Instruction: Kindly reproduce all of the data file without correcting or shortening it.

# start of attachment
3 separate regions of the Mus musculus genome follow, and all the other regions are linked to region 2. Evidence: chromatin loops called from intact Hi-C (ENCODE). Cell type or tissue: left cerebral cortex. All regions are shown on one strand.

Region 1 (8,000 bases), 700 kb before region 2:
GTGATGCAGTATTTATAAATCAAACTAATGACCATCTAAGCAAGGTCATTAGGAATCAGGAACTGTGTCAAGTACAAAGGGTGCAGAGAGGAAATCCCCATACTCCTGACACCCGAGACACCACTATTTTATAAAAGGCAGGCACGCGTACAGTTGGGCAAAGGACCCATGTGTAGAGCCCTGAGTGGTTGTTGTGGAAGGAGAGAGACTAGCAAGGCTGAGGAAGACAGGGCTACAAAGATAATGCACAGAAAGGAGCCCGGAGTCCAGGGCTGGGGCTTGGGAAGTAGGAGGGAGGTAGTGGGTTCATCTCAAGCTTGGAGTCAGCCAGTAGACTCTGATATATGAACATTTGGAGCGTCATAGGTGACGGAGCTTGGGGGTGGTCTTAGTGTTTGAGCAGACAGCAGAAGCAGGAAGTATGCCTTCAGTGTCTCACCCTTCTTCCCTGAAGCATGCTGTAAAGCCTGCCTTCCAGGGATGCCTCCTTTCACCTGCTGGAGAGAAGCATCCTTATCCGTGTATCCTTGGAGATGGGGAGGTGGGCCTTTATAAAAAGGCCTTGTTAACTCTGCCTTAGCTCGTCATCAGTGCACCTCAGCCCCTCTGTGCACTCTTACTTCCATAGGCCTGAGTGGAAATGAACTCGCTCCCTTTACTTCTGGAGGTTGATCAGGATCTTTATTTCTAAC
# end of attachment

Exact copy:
3 separate regions of the Mus musculus genome follow, and all the other regions are linked to region 2. Evidence: chromatin loops called from intact Hi-C (ENCODE). Cell type or tissue: left cerebral cortex. All regions are shown on one strand.

Region 1 (8,000 bases), 700 kb before region 2:
GTGATGCAGTATTTATAAATCAAACTAATGACCATCTAAGCAAGGTCATTAGGAATCAGGAACTGTGTCAAGTACAAAGGGTGCAGAGAGGAAATCCCCATACTCCTGACACCCGAGACACCACTATTTTATAAAAGGCAGGCACGCGTACAGTTGGGCAAAGGACCCATGTGTAGAGCCCTGAGTGGTTGTTGTGGAAGGAGAGAGACTAGCAAGGCTGAGGAAGACAGGGCTACAAAGATAATGCACAGAAAGGAGCCCGGAGTCCAGGGCTGGGGCTTGGGAAGTAGGAGGGAGGTAGTGGGTTCATCTCAAGCTTGGAGTCAGCCAGTAGACTCTGATATATGAACATTTGGAGCGTCATAGGTGACGGAGCTTGGGGGTGGTCTTAGTGTTTGAGCAGACAGCAGAAGCAGGAAGTATGCCTTCAGTGTCTCACCCTTCTTCCCTGAAGCATGCTGTAAAGCCTGCCTTCCAGGGATGCCTCCTTTCACCTGCTGGAGAGAAGCATCCTTATCCGTGTATCCTTGGAGATGGGGAGGTGGGCCTTTATAAAAAGGCCTTGTTAACTCTGCCTTAGCTCGTCATCAGTGCACCTCAGCCCCTCTGTGCACTCTTACTTCCATAGGCCTGAGTGGAAATGAACTCGCTCCCTTTACTTCTGGAGGTTGATCAGGATCTTTATTTCTAAC